Staying Roman: Conquest and Identity in Africa and the Mediterranean, 439-700

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Cambridge University Press, Apr 12, 2012 - History - 438 pages
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What did it mean to be Roman once the Roman Empire had collapsed in the West? Staying Roman examines Roman identities in the region of modern Tunisia and Algeria between the fifth-century Vandal conquest and the seventh-century Islamic invasions. Using historical, archaeological and epigraphic evidence, this study argues that the fracturing of the empire's political unity also led to a fracturing of Roman identity along political, cultural and religious lines, as individuals who continued to feel 'Roman' but who were no longer living under imperial rule sought to redefine what it was that connected them to their fellow Romans elsewhere. The resulting definitions of Romanness could overlap, but were not always mutually reinforcing. Significantly, in late antiquity Romanness had a practical value, and could be used in remarkably flexible ways to foster a sense of similarity or difference over space, time and ethnicity, in a wide variety of circumstances.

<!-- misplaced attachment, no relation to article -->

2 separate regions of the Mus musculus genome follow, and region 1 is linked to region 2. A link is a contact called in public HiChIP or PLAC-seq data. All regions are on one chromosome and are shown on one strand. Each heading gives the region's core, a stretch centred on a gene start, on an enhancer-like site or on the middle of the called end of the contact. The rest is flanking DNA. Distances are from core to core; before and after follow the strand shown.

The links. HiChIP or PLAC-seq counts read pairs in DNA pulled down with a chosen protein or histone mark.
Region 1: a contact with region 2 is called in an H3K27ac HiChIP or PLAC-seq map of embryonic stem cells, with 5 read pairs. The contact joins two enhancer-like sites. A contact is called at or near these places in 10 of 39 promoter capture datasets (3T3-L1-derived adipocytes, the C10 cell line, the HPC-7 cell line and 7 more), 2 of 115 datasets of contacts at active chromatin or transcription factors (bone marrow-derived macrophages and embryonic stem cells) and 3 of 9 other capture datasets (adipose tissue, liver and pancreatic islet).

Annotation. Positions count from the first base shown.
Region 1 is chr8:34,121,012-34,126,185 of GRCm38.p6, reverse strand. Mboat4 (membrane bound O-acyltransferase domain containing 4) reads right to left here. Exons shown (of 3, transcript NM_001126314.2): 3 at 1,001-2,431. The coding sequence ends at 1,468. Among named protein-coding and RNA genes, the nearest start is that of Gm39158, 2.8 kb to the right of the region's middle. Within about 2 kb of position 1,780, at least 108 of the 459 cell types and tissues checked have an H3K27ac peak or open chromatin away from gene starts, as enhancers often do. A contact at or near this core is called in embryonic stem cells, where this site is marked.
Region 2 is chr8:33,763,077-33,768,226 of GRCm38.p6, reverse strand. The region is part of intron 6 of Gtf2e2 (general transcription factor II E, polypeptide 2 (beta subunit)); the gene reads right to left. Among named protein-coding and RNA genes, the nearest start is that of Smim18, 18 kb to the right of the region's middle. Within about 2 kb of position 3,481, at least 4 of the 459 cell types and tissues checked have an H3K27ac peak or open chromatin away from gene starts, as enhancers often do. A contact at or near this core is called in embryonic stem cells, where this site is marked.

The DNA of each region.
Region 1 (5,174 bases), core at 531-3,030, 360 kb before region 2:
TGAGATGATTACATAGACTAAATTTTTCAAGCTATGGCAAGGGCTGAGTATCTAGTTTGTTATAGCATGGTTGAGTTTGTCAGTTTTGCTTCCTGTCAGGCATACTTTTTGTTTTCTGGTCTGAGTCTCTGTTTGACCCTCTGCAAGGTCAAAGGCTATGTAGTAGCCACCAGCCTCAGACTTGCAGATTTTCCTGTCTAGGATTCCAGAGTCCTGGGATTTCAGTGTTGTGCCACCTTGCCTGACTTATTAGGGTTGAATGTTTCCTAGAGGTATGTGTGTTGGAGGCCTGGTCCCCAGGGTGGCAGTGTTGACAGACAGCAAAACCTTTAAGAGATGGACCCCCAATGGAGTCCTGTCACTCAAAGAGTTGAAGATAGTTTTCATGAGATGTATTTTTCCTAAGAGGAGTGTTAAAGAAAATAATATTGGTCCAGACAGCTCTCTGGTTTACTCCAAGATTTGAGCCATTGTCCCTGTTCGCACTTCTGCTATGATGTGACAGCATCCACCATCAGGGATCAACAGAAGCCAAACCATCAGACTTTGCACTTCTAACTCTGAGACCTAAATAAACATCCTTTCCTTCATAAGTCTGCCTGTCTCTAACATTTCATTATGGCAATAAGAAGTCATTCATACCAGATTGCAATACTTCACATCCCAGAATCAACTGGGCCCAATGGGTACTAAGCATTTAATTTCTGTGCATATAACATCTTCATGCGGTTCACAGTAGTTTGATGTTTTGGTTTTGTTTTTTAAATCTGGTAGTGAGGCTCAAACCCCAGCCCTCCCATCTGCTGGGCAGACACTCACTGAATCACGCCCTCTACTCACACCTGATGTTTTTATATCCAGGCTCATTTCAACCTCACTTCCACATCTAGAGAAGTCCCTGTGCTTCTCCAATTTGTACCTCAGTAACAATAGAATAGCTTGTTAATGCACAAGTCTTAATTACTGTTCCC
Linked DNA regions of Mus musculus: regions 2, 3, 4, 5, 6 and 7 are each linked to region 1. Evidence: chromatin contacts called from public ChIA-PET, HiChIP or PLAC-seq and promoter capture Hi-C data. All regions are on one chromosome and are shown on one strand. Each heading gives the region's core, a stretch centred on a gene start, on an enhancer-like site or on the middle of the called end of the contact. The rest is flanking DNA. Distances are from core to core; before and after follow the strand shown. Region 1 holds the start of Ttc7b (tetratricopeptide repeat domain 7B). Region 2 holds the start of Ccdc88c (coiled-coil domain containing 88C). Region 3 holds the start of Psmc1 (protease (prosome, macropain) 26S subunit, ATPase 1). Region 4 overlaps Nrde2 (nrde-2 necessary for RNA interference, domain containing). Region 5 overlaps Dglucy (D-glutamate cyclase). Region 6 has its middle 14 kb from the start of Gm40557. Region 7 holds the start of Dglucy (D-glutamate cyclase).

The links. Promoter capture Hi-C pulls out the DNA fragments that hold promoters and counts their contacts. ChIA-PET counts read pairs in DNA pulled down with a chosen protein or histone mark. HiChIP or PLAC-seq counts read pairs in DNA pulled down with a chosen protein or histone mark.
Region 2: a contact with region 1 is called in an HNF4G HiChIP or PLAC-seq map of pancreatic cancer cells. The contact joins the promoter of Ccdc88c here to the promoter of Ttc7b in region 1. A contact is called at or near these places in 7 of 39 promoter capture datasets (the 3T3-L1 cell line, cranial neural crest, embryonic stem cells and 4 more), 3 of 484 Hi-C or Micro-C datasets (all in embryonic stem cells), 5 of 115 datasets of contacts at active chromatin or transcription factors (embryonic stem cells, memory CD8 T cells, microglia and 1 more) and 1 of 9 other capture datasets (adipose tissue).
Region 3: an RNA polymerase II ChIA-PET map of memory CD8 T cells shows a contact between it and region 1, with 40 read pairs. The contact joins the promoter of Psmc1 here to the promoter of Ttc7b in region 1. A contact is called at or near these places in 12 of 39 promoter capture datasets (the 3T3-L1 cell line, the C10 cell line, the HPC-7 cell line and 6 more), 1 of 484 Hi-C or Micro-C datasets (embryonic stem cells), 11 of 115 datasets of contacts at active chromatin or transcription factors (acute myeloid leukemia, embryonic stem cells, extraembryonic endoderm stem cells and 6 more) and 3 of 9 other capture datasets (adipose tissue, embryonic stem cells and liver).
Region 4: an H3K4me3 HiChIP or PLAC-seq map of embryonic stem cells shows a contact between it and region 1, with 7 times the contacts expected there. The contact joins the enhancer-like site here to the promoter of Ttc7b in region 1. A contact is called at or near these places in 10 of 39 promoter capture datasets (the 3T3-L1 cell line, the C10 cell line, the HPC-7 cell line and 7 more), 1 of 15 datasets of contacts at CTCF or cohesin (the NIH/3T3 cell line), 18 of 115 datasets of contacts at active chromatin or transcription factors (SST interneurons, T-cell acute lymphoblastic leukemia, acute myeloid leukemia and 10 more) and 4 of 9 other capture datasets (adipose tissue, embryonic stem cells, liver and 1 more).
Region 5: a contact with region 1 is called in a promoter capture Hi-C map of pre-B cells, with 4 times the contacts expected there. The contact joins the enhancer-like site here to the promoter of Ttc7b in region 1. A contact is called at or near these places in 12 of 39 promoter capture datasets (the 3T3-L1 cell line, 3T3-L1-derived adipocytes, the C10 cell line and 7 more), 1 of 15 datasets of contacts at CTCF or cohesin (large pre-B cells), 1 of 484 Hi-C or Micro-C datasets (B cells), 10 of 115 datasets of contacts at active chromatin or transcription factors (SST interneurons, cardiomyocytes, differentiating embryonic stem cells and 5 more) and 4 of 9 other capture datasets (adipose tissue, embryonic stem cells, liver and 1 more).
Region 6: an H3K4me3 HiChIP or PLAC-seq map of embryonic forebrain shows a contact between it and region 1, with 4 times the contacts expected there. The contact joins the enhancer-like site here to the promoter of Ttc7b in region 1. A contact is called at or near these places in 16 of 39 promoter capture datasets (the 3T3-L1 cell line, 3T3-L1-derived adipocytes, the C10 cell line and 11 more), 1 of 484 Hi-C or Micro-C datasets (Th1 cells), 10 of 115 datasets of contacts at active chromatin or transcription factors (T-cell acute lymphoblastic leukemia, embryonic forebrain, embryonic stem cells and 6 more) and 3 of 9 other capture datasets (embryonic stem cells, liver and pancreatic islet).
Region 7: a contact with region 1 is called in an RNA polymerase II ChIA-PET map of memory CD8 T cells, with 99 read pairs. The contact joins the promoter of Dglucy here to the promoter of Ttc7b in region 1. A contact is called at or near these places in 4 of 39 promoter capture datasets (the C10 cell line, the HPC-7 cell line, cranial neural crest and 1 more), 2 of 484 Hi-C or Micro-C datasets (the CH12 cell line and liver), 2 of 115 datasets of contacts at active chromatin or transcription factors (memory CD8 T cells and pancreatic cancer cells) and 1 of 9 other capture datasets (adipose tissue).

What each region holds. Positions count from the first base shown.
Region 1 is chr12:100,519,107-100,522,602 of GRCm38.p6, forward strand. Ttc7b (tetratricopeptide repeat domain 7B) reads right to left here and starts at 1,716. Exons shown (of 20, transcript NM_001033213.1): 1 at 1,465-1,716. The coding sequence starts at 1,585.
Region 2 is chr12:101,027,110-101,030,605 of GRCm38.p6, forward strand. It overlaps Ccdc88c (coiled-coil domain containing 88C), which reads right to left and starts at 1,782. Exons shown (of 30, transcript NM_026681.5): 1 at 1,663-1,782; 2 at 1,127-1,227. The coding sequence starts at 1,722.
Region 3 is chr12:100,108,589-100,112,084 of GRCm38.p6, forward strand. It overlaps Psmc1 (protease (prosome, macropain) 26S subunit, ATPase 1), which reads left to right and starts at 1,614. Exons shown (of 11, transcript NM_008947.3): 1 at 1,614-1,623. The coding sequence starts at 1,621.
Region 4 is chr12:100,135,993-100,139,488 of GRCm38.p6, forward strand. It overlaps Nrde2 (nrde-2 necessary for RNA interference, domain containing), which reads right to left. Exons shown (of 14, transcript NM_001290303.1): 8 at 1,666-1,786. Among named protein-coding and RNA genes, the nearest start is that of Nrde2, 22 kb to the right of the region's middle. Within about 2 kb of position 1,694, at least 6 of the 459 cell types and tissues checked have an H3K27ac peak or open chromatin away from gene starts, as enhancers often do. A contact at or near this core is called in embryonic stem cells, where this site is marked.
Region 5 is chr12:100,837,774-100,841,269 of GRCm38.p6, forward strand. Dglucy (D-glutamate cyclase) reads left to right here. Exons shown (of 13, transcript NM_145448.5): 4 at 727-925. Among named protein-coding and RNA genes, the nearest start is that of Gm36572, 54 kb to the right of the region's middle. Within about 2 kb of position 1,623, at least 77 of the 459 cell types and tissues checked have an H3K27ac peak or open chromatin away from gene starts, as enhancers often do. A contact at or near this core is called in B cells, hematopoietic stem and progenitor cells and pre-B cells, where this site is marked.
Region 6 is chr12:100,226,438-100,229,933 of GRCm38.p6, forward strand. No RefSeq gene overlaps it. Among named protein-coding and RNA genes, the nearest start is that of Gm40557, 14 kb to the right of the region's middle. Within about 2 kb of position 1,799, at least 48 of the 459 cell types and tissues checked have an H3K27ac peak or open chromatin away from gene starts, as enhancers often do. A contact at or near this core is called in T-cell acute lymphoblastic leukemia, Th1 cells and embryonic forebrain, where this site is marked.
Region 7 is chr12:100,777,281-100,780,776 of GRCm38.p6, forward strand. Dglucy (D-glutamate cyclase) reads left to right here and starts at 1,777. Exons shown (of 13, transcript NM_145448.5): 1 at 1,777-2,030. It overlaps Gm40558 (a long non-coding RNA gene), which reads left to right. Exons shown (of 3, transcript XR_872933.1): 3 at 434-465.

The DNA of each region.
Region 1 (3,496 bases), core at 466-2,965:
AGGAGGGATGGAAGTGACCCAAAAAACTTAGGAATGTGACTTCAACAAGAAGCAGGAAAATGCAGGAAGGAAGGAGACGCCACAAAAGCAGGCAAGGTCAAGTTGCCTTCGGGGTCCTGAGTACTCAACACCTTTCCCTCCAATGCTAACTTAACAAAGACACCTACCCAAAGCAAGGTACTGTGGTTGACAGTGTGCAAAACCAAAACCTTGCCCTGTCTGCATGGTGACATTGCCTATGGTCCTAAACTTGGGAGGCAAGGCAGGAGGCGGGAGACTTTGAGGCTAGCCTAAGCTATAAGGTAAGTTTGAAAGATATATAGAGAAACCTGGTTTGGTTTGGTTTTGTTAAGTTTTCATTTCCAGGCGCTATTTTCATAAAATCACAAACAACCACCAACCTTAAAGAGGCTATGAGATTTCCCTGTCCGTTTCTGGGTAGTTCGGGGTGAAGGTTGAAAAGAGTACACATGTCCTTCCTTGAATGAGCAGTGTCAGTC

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Contents

Introduction
1
Chapter 1 The legitimation of Vandal power
19
Chapter 2 Flight and communications
67
Chapter 3 The old ruling class under the Vandals
130
Chapter 4 New Rome new Romans
196
Chapter 5 The Moorish alternative
252
Chapter 6 The dilemma of dissent
306
Chapter 7 Aftermath
362
Conclusions
371
Bibliography
379
Index
420
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About the author (2012)

Jonathan Conant is Assistant Professor of History at the University of San Diego, where his teaching and research focus is on the ancient and medieval Mediterranean.

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